A couple dozen Australian soccer players will vacation for a couple of weeks this June in Brazil. Here's what you need to know.
The modern Australian soccer era started on January 1, 2006, when they left the laughable Oceania Football Confederation after 39 years of domination for the more prestigious Asian Football Confederation. The AFC, though much more competitive than Oceania, offers four guaranteed World Cup spots. The OFC guarantees none.
With a young squad, Australia made the World Cup in 2006 for just the second time ever. This team was called the nation's "golden generation," the best squad ever assembled. Many of those players then went on to make the 2010 World Cup roster, and many of those players were sticking around through most of qualifying, when Australia played themselves into the 2014 World Cup.
Then last October, Australia hired Ange Postecoglou, who immediately inserted youth into the squad. Now, the Socceroos are in flux as they try to infuse the last of the golden generation with the next generation. Will it work?
It doesn't matter. Barring multiple miracles and/or tragedies, Australia are well and truly fucked. They were drawn into Group B along with 2010 World Cup champions Spain, 2010 World Cup runners-up Netherlands, and Chile, who are similarly stacked to the roof. But it's still a dope vacation.
Goalkeepers: Mark Birighitti, (Newcastle Jets), Mitchell Langerak (Borussia Dortmund), Eugene Galekovic (Adelaide United), Mat Ryan (Club Brugge)
Defenders: Curtis Good (Newcastle United), Luke Wilkshire (Dynamo Moscow), Jason Davidson (SC Heracles Almelo), Ivan Franjic (Brisbane Roar), Ryan McGowan (Shandong Luneng), Matthew Spiranovic, (Western Sydney Wanderers), Alex Wilkinson (Jeonbuk Hyundai), Bailey Wright (Preston North End)
Midfielders: Mile Jedinak (Crystal Palace), Oliver Bozanic (FC Luzern), Mark Bresciano (Al Gharafa), Joshua Brilliante (Newcastle Jets), James Holland (Austria Wien), Massimo Luongo (Swindon Town), Matthew McKay (Brisbane Roar), Mark Milligan (Melbourne Victory), Tommy Oar (FC Utrecht), Tommy Rogic (Melbourne Victory), Adam Sarota (FC Utrecht), James Troisi (Melbourne Victory), Dario Vidosic (FC Sion)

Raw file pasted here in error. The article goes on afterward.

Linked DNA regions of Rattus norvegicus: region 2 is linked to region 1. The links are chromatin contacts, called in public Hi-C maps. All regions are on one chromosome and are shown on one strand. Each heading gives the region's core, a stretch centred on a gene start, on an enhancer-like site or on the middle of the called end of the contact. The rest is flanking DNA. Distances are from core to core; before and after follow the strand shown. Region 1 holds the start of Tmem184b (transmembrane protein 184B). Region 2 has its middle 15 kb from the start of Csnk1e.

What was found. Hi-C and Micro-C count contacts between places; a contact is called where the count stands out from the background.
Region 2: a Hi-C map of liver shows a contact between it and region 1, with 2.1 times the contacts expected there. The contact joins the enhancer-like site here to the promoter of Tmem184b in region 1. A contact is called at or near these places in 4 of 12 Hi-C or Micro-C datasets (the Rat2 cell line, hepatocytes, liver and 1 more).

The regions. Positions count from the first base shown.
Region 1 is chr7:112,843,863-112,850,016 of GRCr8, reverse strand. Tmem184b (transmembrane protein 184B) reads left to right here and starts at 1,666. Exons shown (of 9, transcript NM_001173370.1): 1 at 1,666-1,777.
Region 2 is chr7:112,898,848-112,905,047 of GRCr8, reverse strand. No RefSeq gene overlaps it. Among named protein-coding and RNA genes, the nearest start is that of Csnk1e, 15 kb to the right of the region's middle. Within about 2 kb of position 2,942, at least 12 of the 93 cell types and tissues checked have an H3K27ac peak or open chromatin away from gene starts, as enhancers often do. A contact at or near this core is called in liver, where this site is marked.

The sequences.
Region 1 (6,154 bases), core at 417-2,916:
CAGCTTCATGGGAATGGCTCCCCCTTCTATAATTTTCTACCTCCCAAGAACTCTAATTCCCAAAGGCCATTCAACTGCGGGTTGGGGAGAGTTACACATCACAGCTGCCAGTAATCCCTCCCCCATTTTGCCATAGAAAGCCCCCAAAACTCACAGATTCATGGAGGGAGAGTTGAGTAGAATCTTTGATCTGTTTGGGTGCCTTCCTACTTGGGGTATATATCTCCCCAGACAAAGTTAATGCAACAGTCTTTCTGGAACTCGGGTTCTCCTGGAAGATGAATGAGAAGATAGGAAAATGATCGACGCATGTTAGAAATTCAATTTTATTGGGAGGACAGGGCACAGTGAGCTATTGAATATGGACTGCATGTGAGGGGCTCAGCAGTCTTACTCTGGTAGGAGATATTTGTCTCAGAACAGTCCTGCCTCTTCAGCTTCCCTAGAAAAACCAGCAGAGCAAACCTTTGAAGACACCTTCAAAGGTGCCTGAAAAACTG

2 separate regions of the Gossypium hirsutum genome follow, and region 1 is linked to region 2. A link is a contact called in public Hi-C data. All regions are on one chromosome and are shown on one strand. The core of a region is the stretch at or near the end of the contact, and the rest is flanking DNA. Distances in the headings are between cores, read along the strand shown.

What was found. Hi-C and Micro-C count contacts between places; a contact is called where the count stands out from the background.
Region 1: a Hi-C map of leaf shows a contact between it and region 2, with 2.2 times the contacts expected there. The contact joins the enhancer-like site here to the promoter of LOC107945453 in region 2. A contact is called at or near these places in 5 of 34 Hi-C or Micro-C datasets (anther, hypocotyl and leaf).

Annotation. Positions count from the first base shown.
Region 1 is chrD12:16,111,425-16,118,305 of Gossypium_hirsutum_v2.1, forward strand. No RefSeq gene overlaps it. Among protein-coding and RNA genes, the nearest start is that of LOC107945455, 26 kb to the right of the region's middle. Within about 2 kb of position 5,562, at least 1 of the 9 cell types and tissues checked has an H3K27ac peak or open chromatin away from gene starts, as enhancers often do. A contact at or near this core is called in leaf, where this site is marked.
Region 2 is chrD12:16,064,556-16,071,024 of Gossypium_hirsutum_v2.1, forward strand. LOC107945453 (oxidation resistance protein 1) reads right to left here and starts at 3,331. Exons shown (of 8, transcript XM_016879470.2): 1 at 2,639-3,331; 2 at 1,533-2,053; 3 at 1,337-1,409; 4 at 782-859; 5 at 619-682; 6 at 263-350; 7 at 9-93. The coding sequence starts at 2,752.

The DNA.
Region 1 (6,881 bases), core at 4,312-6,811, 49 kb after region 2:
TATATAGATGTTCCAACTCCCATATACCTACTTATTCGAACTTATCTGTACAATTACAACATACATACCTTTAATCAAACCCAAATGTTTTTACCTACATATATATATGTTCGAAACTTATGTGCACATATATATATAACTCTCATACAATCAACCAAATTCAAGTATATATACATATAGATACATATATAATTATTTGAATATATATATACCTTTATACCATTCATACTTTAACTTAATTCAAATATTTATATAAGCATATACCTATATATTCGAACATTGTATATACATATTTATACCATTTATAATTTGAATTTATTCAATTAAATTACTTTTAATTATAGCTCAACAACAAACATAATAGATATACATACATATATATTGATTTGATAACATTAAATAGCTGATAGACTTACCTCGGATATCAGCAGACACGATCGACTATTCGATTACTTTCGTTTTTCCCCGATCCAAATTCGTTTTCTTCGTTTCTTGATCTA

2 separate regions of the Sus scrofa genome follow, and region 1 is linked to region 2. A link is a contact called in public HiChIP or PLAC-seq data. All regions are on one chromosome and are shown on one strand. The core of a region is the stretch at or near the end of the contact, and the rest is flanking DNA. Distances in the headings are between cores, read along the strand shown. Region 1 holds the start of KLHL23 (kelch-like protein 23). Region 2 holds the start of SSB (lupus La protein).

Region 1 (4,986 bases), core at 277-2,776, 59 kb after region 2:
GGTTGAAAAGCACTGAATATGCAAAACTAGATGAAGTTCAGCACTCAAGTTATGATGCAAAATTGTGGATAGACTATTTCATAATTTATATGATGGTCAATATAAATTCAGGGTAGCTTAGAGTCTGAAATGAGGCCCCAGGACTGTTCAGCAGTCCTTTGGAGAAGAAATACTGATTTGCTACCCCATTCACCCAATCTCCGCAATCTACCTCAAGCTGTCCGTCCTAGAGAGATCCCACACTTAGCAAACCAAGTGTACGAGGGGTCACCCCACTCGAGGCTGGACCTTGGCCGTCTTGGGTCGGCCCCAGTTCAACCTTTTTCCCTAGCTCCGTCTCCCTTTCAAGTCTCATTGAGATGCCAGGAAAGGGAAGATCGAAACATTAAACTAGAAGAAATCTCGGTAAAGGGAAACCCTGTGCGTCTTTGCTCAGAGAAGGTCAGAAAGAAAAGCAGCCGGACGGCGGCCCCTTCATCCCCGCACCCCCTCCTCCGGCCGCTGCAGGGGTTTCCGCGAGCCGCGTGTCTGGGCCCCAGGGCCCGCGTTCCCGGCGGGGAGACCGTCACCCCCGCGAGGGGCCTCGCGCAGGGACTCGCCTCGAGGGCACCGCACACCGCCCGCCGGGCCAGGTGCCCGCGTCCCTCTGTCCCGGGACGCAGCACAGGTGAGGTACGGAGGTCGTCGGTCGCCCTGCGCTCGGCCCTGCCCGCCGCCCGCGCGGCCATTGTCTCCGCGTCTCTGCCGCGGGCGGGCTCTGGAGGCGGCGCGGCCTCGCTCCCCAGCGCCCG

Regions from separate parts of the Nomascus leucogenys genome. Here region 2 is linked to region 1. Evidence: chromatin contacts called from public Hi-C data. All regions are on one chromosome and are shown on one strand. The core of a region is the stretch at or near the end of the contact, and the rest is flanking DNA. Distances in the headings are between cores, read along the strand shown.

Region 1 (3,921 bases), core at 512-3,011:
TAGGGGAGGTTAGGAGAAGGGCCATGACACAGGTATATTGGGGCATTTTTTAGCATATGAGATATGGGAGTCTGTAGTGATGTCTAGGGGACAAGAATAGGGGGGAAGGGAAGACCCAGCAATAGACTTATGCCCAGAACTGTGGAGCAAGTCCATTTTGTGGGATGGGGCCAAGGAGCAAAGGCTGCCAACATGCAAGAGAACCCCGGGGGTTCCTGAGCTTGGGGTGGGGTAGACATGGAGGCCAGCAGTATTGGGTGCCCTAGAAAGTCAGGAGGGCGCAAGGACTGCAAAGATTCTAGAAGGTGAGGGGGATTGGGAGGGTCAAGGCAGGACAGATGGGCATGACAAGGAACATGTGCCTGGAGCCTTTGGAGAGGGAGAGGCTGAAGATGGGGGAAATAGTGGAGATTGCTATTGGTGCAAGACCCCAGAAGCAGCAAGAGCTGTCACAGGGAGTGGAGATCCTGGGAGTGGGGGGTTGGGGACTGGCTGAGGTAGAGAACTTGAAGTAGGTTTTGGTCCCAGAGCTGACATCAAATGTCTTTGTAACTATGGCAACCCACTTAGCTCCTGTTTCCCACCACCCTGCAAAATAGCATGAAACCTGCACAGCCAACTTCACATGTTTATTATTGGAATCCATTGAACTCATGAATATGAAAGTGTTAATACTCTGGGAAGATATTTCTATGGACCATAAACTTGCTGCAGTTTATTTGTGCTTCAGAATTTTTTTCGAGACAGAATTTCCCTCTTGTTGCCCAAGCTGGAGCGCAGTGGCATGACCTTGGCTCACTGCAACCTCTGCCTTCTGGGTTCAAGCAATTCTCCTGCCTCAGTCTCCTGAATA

Forwards: Tim Cahill (New York Red Bulls), Ben Halloran (Fortuna Duesseldorf), Josh Kennedy (Nagoya Grampus), Matthew Leckie (FSV Frankfurt), Adam Taggart (Newcastle Jets)
Tim Cahill, Attacking Midfielder/Forward
At 34, the New York Red Bulls star is getting up there in age, but he's still one of Australia's best players and biggest goal threat. If Australia are going to score in this group, it's probably going to come off a set piece. Though Cahill's only 5'10", he's freakily dominant in the air, so look for the quasi-diminutive player to be targeted on dead balls.
Mile Jedinak, Defensive Midfielder
For Australia to have any hope of returning to the World Cup knockout rounds as they did in 2010, they're going to need to shock everyone, and for them to do that, they're going to need to stop someone. Australian captain Mile Jedinak is their best hope of doing that.
Jedinak tore it up for Crystal Palace this year in the Premier League, leading England's top division in both tackles and interceptions amid a shock 11th-place finish for the Eagles. He's a 6-foot-2 pitbull marauding in front of his back line, and he's also active and technical enough to serve as an outlet in the middle of the pitch and start the counter. The worst thing about Jedinak is that there's only one of him, and so Australia will almost definitely be going home after three matches regardless of what he does.
June 13, 6 p.m.: Chile vs. Australia at Arena Pantanal
June 18, noon: Australia vs. Netherlands at Estadio Beira-Rio
June 23, noon: Australia vs. Spain at Arena da Baixada
Top image by Jim Cooke; photos via Getty.